Where have all the bovines gone? Not to Europe, where herds have been slaughtered in the past few years in an effort to eradicate the twin scourges of bovine spongiform encephalopathy (that’s Mad Cow Disease to you) and hoof-and-mouth disease.

Seems one Hamilton grocer was under the impression that American cows were disappearing from the landscape, sent across the pond to supplement the dwindling Euro-herds. How else to explain the currently outrageous price of butter?

Not so, says Keith Nye, manager of Darigold, the farmer-owned, Bozeman-based dairy company. The national dairy cow herd is down 91,000 cows from last year, says Nye. That’s a decline of 1.4 percent. Nye says the cows-gone-to-Europe theory is new to him. “I haven’t heard that one.”

Herds are down for a lot of reasons, he says, but not because England’s greener pastures beckon. Dairy farmers nationwide are selling off their cows, partly because many have come to the end of their productive lactation years, and partly because, with dairy farmers opting out of a tough business, good breeding heifers are hard to come by these days.

The incredible shrinking economy has also had an impact. It’s not just the dot com-ers and other high-tech gadgeteers that have been financially hurt. Even the little people, it seems, are feeling the pinch. Consumption of milk, cheese and that other luxury item —$4 a pound butter—is currently down. “It doesn’t really take a big swing to change things (in the dairy business),” says Nye.

The good news, though, is that the Chicago Mercantile Exchange, which has something to say about the price of butter, is currently selling butter fat at $1.27 a pound. That means butter prices should come down dramatically and stay there through the high-fat holiday season. Even better, American cows are staying right here at home where they belong.

So, you think you got germ problems? The occasional use of anthrax to teach somebody or other a lesson is at least as old as the Bible—God gave Pharaoh’s Egypt a good dusting with it in chapter nine of Exodus—but the systematic weaponizing of the disease really began in earnest during WWI, when many of the future combatants of WWII began seriously experimenting with the military applications of Bacillus anthracis and other biological agents. In 1915, German agents managed to infect large shipments of sheep bound for Russia, and there even exist reports of German saboteurs in the United States plotting to infect American horses.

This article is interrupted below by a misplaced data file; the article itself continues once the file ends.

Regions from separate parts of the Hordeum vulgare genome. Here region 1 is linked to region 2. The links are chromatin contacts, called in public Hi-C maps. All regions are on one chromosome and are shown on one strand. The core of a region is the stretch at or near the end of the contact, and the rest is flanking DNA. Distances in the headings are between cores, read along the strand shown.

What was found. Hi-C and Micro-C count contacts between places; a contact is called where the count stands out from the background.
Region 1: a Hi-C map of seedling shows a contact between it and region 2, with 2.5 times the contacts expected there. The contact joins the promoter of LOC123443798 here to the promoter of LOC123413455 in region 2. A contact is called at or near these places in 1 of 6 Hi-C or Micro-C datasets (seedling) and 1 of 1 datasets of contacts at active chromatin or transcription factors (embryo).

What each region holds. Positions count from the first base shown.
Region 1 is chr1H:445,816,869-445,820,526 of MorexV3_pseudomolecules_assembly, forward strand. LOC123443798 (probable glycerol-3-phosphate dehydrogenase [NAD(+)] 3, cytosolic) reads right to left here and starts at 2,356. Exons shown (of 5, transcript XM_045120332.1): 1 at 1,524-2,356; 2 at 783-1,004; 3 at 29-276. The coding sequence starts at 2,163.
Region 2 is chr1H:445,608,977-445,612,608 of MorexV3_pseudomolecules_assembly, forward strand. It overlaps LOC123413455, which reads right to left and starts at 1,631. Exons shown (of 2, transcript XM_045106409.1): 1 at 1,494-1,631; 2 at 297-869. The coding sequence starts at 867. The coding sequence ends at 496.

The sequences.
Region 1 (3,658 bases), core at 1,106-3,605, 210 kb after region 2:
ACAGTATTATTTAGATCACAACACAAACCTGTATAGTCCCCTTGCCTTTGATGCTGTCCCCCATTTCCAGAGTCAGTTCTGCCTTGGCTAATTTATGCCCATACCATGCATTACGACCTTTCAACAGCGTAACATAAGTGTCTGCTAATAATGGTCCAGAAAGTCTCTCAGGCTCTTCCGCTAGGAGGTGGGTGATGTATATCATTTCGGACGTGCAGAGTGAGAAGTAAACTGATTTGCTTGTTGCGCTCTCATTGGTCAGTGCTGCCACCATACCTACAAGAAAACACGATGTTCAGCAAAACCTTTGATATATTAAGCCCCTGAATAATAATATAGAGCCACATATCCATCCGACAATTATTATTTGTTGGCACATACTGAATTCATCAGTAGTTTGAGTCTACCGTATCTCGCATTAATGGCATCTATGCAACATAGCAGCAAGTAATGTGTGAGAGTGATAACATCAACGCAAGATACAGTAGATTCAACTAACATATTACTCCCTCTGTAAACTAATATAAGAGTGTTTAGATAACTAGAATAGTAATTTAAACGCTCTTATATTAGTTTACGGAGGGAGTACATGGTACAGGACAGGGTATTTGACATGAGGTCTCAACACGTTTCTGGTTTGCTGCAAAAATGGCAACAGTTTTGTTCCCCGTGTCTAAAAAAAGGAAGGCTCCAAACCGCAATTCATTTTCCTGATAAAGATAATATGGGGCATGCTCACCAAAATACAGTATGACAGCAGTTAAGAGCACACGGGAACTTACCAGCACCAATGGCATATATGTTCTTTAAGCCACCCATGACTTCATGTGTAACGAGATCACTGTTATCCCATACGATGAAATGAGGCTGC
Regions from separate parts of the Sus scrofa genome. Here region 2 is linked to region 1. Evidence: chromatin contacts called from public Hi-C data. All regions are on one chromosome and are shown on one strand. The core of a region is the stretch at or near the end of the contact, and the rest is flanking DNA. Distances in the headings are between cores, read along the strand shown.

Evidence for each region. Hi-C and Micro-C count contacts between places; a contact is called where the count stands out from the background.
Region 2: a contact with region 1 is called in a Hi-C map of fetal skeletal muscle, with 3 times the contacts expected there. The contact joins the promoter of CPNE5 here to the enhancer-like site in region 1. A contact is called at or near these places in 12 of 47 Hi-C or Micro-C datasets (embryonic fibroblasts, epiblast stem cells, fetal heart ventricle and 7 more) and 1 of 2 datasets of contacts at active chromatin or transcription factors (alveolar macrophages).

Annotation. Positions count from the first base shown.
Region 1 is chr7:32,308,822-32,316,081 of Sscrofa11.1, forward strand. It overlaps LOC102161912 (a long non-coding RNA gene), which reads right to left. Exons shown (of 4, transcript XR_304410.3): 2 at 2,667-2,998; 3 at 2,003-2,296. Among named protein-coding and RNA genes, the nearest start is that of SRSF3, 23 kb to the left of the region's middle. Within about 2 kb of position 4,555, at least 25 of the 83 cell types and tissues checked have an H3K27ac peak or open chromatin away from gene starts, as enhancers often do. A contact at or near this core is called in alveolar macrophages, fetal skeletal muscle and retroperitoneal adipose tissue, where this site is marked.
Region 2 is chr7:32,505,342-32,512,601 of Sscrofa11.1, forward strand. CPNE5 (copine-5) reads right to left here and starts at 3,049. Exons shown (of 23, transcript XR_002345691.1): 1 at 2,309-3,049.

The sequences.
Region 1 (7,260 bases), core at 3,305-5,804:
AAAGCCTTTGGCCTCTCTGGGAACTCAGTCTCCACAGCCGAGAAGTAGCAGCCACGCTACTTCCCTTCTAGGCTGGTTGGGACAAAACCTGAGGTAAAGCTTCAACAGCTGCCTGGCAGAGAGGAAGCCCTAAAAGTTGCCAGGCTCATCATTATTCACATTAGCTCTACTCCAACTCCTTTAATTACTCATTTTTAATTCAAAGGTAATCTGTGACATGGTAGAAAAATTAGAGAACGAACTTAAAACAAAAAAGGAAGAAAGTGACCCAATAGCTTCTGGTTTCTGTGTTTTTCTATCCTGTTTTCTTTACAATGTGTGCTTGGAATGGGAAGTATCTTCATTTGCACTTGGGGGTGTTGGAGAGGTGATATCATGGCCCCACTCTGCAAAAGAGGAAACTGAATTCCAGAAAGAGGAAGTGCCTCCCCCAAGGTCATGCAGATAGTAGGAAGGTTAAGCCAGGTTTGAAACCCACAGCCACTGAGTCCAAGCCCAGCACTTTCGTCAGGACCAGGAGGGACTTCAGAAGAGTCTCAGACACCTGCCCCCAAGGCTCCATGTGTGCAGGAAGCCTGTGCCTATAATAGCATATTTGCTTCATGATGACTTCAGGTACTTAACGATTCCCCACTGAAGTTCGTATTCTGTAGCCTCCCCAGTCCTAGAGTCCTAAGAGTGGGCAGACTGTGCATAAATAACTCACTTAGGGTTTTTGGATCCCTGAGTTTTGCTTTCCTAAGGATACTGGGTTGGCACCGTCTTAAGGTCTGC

Japanese forces occupying Manchuria during the 1930s established an experimental biowarfare facility, dubbed Unit 731, near the city of Harbin. Before it was blown up and the last of its prisoners liquidated by the retreating Japanese, experiments with anthrax and bubonic plague at Unit 731 resulted in the deaths of some 9,000 Chinese subjects.

An unusual testament to the intensity of British anthrax testing from roughly the same period—as well as to the difficulties incurred in cleanup—can still be seen (from a safe distance, mind you) off the coast of Scotland. Gruinard Island, a bony 520-acre islet between the Highlands and the Hebrides in the high northwest of the country, was off-limits to the public for almost 50 years following a 1942 experiment in which 60 sheep were tethered and exposed to the fallout of a small bomb impregnated with anthrax spores. In 1990, after a thorough scrubbing with 280 tons of formaldehyde and 2,000 tons of seawater, the island was declared safe by then-Junior Defence Minister Michael Neubert.

Yeah, and now you can hardly find a spot for all the people swarming to picnic there.

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